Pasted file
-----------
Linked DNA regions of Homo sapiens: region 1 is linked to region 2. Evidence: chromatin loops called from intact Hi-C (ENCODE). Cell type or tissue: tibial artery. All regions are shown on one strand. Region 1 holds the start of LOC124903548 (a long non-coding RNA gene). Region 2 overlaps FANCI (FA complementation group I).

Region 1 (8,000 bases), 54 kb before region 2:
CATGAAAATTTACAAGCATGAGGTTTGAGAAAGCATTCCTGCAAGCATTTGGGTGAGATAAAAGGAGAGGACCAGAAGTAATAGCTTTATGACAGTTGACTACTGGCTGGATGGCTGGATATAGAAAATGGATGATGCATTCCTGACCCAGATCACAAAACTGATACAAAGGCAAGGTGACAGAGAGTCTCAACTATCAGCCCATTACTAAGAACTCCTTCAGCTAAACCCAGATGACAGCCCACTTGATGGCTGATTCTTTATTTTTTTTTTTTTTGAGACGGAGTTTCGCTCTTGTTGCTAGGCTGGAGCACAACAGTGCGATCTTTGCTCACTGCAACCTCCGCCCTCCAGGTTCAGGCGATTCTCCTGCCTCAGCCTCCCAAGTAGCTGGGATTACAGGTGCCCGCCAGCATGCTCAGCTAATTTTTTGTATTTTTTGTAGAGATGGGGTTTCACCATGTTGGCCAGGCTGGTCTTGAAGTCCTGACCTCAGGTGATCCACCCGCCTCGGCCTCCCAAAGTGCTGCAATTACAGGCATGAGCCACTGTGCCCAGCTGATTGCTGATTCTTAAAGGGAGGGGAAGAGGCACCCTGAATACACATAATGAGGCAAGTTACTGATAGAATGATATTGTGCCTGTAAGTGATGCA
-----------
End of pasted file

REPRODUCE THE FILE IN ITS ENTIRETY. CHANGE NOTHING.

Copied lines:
Linked DNA regions of Homo sapiens: region 1 is linked to region 2. Evidence: chromatin loops called from intact Hi-C (ENCODE). Cell type or tissue: tibial artery. All regions are shown on one strand. Region 1 holds the start of LOC124903548 (a long non-coding RNA gene). Region 2 overlaps FANCI (FA complementation group I).

Region 1 (8,000 bases), 54 kb before region 2:
CATGAAAATTTACAAGCATGAGGTTTGAGAAAGCATTCCTGCAAGCATTTGGGTGAGATAAAAGGAGAGGACCAGAAGTAATAGCTTTATGACAGTTGACTACTGGCTGGATGGCTGGATATAGAAAATGGATGATGCATTCCTGACCCAGATCACAAAACTGATACAAAGGCAAGGTGACAGAGAGTCTCAACTATCAGCCCATTACTAAGAACTCCTTCAGCTAAACCCAGATGACAGCCCACTTGATGGCTGATTCTTTATTTTTTTTTTTTTTGAGACGGAGTTTCGCTCTTGTTGCTAGGCTGGAGCACAACAGTGCGATCTTTGCTCACTGCAACCTCCGCCCTCCAGGTTCAGGCGATTCTCCTGCCTCAGCCTCCCAAGTAGCTGGGATTACAGGTGCCCGCCAGCATGCTCAGCTAATTTTTTGTATTTTTTGTAGAGATGGGGTTTCACCATGTTGGCCAGGCTGGTCTTGAAGTCCTGACCTCAGGTGATCCACCCGCCTCGGCCTCCCAAAGTGCTGCAATTACAGGCATGAGCCACTGTGCCCAGCTGATTGCTGATTCTTAAAGGGAGGGGAAGAGGCACCCTGAATACACATAATGAGGCAAGTTACTGATAGAATGATATTGTGCCTGTAAGTGATGCA